While we were concerned to receive the allegations mentioned above, we appreciated THL leadership’s transparency and willingness to respond to our concerns. Based on our discussions, we believe that THL is genuinely committed to addressing the issues raised and has laid out a plan of action to achieve this. For this reason, we do not have major concerns with the leadership or organizational culture at THL. Overall, based on our assessment of their organizational health, they appear to have strong policies and processes in place, with high levels of staff engagement. We also positively noted that THL’s People team is now fully staffed, after a period of understaffing, and it is in process of making THL’s policies more robust and consistent across the organization.
The Humane League’s work to improve welfare standards, increase engagement in animal advocacy, and increase knowledge and skills for animal advocacy is highly promising because it focuses on animal groups, countries, and interventions that we consider high priority. Their corporate outreach work for welfare improvements to help farmed chickens in the United States and their skill- and network-building efforts to help farmed animals in the United States seem to have a particularly high impact potential. We assess The Humane League’s recent work as highly cost-effective and believe they are in a strong position to use additional funding. These efforts are well-aligned with ACE’s organizational values and theory of change.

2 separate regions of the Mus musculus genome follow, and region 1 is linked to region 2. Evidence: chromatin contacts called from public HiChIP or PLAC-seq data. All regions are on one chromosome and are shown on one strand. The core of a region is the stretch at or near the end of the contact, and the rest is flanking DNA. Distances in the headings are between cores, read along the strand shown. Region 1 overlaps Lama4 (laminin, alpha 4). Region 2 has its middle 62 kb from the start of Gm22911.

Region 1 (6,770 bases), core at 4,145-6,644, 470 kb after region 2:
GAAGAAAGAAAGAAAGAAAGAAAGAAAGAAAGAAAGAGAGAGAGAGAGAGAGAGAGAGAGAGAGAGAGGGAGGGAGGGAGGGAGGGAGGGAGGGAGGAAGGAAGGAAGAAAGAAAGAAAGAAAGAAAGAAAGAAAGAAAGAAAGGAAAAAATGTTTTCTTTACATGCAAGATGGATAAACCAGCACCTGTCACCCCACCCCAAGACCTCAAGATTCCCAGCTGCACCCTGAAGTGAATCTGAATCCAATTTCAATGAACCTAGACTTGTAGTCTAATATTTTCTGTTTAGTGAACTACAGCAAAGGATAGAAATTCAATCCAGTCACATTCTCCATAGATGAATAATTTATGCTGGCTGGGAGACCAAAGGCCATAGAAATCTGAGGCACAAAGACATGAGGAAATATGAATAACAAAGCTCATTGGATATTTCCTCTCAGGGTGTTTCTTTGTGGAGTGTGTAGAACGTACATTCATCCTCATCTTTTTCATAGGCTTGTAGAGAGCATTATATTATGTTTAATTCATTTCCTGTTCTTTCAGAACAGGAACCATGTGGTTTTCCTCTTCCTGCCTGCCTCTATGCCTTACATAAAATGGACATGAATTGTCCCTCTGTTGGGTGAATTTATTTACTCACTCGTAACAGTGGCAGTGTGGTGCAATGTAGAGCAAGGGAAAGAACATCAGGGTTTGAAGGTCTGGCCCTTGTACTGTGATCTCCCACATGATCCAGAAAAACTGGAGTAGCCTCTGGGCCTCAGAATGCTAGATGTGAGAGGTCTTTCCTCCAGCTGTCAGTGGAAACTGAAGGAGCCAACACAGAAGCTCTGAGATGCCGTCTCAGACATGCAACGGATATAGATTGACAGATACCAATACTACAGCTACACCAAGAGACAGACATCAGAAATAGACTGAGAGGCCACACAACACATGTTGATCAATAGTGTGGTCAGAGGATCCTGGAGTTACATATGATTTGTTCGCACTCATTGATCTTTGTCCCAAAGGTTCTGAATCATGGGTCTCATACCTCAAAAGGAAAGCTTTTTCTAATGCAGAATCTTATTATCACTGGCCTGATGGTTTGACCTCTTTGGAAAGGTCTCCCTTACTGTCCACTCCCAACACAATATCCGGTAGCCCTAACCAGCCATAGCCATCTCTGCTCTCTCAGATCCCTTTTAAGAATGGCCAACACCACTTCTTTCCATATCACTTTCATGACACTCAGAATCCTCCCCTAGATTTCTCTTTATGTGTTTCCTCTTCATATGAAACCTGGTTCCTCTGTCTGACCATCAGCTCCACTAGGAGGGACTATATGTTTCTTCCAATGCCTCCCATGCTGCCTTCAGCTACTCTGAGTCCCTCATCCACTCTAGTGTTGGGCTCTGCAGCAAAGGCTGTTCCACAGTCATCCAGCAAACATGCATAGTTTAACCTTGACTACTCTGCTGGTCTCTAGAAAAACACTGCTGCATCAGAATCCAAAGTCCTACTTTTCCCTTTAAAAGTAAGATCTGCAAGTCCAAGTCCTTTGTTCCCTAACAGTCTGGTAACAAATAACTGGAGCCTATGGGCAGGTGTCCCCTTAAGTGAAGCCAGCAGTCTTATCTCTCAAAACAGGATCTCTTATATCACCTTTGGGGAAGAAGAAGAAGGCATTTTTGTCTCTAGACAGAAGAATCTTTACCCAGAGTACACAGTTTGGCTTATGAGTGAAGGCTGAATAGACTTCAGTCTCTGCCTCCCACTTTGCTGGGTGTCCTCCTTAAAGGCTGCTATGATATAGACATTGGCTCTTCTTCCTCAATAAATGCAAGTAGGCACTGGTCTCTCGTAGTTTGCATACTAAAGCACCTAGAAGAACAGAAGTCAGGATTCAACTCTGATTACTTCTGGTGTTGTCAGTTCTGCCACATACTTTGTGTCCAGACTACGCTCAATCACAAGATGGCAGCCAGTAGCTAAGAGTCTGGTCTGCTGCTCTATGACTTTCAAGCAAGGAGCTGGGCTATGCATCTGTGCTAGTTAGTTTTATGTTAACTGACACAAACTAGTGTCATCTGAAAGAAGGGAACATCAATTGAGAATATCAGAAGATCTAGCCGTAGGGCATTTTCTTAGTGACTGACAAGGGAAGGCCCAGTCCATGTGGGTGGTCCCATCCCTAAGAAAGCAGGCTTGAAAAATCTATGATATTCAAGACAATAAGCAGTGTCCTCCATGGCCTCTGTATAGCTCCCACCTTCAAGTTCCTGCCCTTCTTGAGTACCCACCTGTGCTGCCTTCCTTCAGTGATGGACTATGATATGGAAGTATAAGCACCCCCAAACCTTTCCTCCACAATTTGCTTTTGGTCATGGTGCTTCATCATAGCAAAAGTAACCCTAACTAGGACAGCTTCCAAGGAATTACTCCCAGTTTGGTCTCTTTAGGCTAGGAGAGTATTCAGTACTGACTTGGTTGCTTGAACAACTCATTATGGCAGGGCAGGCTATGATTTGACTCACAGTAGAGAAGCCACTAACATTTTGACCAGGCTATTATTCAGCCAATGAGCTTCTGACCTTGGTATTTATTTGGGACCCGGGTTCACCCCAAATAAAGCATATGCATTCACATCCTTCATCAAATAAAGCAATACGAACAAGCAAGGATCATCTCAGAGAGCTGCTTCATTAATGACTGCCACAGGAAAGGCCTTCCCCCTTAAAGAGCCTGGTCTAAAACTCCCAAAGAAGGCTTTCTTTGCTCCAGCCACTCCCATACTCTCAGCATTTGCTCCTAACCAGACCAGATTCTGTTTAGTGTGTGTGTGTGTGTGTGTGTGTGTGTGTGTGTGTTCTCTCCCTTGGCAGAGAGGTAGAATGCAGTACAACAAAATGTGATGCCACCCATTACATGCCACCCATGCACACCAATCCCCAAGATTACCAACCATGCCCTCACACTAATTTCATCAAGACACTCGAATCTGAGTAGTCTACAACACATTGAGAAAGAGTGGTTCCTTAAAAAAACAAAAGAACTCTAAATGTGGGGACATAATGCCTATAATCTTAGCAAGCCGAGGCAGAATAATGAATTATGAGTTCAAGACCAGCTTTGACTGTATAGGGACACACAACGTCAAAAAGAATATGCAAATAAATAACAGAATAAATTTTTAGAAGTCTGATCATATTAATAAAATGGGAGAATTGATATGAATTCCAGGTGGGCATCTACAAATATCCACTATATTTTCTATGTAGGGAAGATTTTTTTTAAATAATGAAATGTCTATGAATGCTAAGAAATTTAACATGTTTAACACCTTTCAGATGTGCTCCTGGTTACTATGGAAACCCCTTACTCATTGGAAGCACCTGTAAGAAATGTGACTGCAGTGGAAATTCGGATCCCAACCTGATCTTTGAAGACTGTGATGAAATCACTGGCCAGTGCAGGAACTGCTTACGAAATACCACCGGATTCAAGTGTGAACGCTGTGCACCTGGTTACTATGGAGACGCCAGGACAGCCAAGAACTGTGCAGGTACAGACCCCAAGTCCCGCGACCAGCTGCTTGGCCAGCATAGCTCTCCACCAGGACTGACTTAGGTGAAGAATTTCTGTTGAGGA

The Humane League performed very strongly compared to other charities we evaluated. During the decision-making phase of our evaluation process, we took into account their performance on our four evaluation criteria—Impact Potential (high), Cost Effectiveness (high); Room for More Funding across 2024 and 2025 ($10,500,000), and Organizational Health (see Organizational Health section for further details)—as well as our level of uncertainty in their scores. In this particular case, our uncertainty in The Humane League’s Impact Potential score was higher than our uncertainty in their Cost Effectiveness score, so we put more emphasis on the latter when making recommendation decisions. Overall, we find The Humane League to be an excellent giving opportunity for those looking to create the most positive change for animals.